Another problem is that official philosophy must somehow be modified to fit local conditions. The native honey bee to this area is Apis cerana, but leaders, including extension personnel, believe that Apis mellifera should be used exclusively because it is perceived to be more productive. Mr. Gruszka is attempting to show that this is not necessarily the case. Even though an outbreak of what is known as "Thai sacbrood" has devastated the local cerana bees, he thinks they still have a place in the region’s apicultural development. The use of top-bar beekeeping is also being explored by Mr. Gruszka to help beekeepers who have few resources and cannot afford the frames and other paraphernalia of the modern Langstroth beehive.
Other problems encountered include starving bees that are not routinely being fed and perception of a large local wax moth "problem." The latter is a strongly held belief, as it is in many beekeeping communities. Telling locals that wax moths are only a symptom of a weak hive, not the cause, according to Mr. Gruszka, has not made much of an impact. However, a classic demonstration did. He put a wax-moth infested comb into the center of a strong colony; the bees cleaned up the mess much to amazement of his counterparts and local beekeepers. He will be going back to Kashmir again in the near future to see if any of the suggestions he has made might have borne fruit.
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The Canadians are concerned about reports from south of their border that Apistan® is no longer effective. As a representative from one of the states most affected, I was asked to provide some insight into the phenomenon. Although reports are continuing that control measures using Apistan® are not doing the job, they are mixed. The Florida situation is quite fluid at present, and although some are content to say that mites are resistant, others are waiting for more specific information in order to be convinced. This possible resistance is not a universal problem yet even in Florida, which has a connection with reports from other states. Other possible reasons that treatment might not be working include misapplication and/or product failure <http://apis.ifas.ufl.edu/apis97/apoct97.htm#1>.
At the CAPA meeting, Mr. Smith reported on The Apiary Inspectors of America (AIA) held in Lawrence, Kansas at Dr.Orley Taylor’s Laboratory, which also was dominated by reports of failure to control Varroa. Reports at that meeting as elsewhere that Varroa was not responding to treatment in South Dakota, Pennsylvania and Florida were troubling, he said. This was especially true because the U.S. has only one legal product to use, Apistan®. Dr. Jeff Pettis of the Beltsville Laboratory is developing a test to show resistance using strips that were designed for package bees. This, however, could be problematic in Canada, according to CAPA members, as that particular strip was not registered in that country.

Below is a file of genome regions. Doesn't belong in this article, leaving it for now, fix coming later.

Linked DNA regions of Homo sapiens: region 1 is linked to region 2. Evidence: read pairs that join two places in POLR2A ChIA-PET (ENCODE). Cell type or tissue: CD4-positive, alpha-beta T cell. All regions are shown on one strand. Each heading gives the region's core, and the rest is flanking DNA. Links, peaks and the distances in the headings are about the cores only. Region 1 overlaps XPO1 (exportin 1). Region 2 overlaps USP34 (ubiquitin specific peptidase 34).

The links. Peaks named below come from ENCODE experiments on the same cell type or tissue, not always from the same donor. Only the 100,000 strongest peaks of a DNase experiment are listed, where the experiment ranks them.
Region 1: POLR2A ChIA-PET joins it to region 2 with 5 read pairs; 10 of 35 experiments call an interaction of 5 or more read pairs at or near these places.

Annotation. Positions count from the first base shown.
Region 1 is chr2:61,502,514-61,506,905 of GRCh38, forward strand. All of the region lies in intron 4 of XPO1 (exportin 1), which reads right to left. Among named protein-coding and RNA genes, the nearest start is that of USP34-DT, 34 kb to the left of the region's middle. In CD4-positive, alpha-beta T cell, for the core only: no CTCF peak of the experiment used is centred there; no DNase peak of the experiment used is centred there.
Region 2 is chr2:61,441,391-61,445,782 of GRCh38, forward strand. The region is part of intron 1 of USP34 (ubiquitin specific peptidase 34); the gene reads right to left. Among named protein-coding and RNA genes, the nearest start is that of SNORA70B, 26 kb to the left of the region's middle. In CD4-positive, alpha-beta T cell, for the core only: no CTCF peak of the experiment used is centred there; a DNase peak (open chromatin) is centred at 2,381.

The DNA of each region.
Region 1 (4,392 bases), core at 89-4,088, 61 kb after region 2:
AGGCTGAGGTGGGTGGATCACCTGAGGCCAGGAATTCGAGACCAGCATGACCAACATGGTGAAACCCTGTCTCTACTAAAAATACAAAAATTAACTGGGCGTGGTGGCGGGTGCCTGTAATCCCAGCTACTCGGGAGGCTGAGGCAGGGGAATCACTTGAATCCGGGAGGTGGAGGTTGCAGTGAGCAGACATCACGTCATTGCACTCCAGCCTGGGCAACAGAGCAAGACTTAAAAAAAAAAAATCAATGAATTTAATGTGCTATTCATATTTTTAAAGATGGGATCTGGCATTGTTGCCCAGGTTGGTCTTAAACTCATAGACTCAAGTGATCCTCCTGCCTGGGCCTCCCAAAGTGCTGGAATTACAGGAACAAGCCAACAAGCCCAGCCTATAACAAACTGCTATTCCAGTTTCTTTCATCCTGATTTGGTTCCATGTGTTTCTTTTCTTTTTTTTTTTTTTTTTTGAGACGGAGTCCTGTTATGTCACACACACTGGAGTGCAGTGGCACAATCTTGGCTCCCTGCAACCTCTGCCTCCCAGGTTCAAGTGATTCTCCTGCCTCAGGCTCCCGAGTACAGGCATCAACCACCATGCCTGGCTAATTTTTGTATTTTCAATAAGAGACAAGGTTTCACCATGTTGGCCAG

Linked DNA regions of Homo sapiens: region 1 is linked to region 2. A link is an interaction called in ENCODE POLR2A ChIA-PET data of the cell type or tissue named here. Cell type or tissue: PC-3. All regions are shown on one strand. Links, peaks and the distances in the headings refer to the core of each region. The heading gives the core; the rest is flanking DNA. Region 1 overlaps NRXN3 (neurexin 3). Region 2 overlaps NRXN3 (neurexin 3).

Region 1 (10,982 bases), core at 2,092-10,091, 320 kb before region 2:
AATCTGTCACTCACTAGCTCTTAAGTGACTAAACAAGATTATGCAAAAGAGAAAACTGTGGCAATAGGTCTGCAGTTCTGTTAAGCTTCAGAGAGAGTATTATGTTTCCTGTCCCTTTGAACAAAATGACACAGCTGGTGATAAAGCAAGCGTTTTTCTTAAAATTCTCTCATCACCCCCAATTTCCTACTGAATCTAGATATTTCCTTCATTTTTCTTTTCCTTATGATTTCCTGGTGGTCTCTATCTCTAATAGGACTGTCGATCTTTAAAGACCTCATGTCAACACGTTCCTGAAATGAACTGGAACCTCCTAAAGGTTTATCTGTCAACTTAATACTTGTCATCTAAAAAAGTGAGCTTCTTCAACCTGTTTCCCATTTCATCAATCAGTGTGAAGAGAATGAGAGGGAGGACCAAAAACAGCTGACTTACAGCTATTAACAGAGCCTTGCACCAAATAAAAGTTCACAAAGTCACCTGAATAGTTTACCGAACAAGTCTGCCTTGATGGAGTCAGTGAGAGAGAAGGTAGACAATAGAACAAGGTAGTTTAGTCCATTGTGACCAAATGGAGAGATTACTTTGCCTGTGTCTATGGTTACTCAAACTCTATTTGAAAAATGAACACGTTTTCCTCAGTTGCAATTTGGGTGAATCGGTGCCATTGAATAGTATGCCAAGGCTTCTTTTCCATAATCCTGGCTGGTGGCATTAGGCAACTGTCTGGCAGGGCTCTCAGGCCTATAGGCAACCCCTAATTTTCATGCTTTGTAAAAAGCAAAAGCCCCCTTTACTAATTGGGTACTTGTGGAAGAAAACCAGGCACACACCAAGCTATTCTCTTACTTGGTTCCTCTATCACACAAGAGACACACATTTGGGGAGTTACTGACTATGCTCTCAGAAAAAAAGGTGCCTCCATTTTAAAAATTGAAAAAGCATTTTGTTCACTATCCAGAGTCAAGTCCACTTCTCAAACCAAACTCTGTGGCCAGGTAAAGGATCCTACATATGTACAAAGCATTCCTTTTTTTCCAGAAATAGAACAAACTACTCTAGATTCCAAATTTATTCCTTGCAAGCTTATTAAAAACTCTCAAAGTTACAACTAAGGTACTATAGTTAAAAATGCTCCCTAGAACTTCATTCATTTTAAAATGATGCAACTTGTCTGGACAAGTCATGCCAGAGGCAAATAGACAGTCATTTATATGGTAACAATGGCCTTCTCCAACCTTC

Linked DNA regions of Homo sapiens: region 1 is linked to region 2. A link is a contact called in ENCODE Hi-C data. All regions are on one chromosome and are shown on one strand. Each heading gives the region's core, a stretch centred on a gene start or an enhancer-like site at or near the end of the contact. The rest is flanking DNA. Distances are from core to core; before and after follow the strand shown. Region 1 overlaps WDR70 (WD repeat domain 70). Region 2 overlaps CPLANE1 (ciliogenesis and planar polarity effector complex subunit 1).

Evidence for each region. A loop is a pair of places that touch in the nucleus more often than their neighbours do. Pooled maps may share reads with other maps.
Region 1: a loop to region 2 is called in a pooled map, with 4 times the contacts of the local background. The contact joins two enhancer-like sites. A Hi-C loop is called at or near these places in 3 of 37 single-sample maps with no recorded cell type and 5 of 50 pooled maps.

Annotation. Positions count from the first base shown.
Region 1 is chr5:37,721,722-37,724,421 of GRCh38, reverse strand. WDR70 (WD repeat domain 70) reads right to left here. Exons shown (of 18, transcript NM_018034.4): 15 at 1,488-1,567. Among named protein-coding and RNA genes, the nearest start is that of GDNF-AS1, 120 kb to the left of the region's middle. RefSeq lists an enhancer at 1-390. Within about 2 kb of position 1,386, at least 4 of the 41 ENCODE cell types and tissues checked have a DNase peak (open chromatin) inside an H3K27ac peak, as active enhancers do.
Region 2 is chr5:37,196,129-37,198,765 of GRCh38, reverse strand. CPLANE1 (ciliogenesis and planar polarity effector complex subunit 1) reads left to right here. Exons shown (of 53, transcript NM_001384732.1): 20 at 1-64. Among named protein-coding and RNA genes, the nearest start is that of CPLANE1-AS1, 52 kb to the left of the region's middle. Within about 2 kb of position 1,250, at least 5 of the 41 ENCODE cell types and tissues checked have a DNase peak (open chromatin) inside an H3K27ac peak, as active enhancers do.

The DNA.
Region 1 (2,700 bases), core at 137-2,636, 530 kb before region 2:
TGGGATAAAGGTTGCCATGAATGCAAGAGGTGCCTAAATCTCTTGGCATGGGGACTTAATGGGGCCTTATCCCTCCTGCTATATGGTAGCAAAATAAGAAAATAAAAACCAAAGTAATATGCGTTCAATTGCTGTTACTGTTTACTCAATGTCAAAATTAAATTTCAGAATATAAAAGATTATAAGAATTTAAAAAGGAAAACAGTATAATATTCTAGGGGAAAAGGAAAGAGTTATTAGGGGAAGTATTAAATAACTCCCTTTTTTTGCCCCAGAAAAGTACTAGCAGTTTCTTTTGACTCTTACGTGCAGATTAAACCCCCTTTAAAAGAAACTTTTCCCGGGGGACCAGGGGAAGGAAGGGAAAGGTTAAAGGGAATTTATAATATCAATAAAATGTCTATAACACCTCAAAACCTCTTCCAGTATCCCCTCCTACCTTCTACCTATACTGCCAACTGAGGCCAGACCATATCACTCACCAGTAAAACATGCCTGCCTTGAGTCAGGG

Fortunately, Mr. Smith said, there was a formic acid gel pack treatment in the works. Reportedly this formulation controls up to 99 of percent tracheal mites, but is only 70-85 percent effective for Varroa. Through USDA’s Office of Technology Transfer, four companies have expressed an interest in registering the product. It was hoped that registration would not take too long, Mr. Smith concluded. A liquid formulation is not being considered. An amitraz formulation is being considered by Wellmark Intl., the manufacturer of Apistan®, as well.
Finally, Mr. Smith described the current situation at the Baton Rouge Laboratory with refernce to developing a Varroa-tolerant honey bee. Queens from Eastern Russia will soon be out of quarantine from Grand Terre Island and on their way to the mainland for testing. It is believed these will found colonies somewhat resistant to parasitization because they come from hives that have survived with Varroa for several seasons without chemical treatment.
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For the Canadians, it makes no difference why treatments are no longer as effective. These reports add ammunition to the arsenal of those who want to see the border closure continued. A white paper has been authored by those in the Canadian Association of Professional Apiculturists on the issue, which supports closure at the present time. All this means that the border will probably remain sealed for another two years. This is in spite of the fact that Canadians have an alternative Varroa treatment based on formic acid, although truly labeled for the tracheal mite, something not available in the United State.